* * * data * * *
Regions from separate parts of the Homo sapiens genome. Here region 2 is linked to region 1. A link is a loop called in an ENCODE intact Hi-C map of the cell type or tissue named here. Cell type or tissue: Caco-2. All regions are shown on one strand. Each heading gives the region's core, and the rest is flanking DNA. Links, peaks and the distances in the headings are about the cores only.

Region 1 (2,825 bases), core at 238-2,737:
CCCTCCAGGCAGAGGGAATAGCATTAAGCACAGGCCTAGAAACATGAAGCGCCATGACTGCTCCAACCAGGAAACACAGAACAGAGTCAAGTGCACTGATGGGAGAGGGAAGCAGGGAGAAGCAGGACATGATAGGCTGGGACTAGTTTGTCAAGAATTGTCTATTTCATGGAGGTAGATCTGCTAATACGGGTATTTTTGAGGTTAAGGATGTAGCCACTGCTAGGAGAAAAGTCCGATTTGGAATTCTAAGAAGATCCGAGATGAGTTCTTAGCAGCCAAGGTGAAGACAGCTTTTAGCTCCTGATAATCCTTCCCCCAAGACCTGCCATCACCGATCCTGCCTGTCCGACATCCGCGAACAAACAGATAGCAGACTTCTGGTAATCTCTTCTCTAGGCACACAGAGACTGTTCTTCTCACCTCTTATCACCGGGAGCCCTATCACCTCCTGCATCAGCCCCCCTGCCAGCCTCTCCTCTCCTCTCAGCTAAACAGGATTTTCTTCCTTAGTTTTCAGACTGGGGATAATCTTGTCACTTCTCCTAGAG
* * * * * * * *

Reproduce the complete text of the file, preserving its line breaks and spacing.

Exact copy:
Regions from separate parts of the Homo sapiens genome. Here region 2 is linked to region 1. A link is a loop called in an ENCODE intact Hi-C map of the cell type or tissue named here. Cell type or tissue: Caco-2. All regions are shown on one strand. Each heading gives the region's core, and the rest is flanking DNA. Links, peaks and the distances in the headings are about the cores only.

Region 1 (2,825 bases), core at 238-2,737:
CCCTCCAGGCAGAGGGAATAGCATTAAGCACAGGCCTAGAAACATGAAGCGCCATGACTGCTCCAACCAGGAAACACAGAACAGAGTCAAGTGCACTGATGGGAGAGGGAAGCAGGGAGAAGCAGGACATGATAGGCTGGGACTAGTTTGTCAAGAATTGTCTATTTCATGGAGGTAGATCTGCTAATACGGGTATTTTTGAGGTTAAGGATGTAGCCACTGCTAGGAGAAAAGTCCGATTTGGAATTCTAAGAAGATCCGAGATGAGTTCTTAGCAGCCAAGGTGAAGACAGCTTTTAGCTCCTGATAATCCTTCCCCCAAGACCTGCCATCACCGATCCTGCCTGTCCGACATCCGCGAACAAACAGATAGCAGACTTCTGGTAATCTCTTCTCTAGGCACACAGAGACTGTTCTTCTCACCTCTTATCACCGGGAGCCCTATCACCTCCTGCATCAGCCCCCCTGCCAGCCTCTCCTCTCCTCTCAGCTAAACAGGATTTTCTTCCTTAGTTTTCAGACTGGGGATAATCTTGTCACTTCTCCTAGAG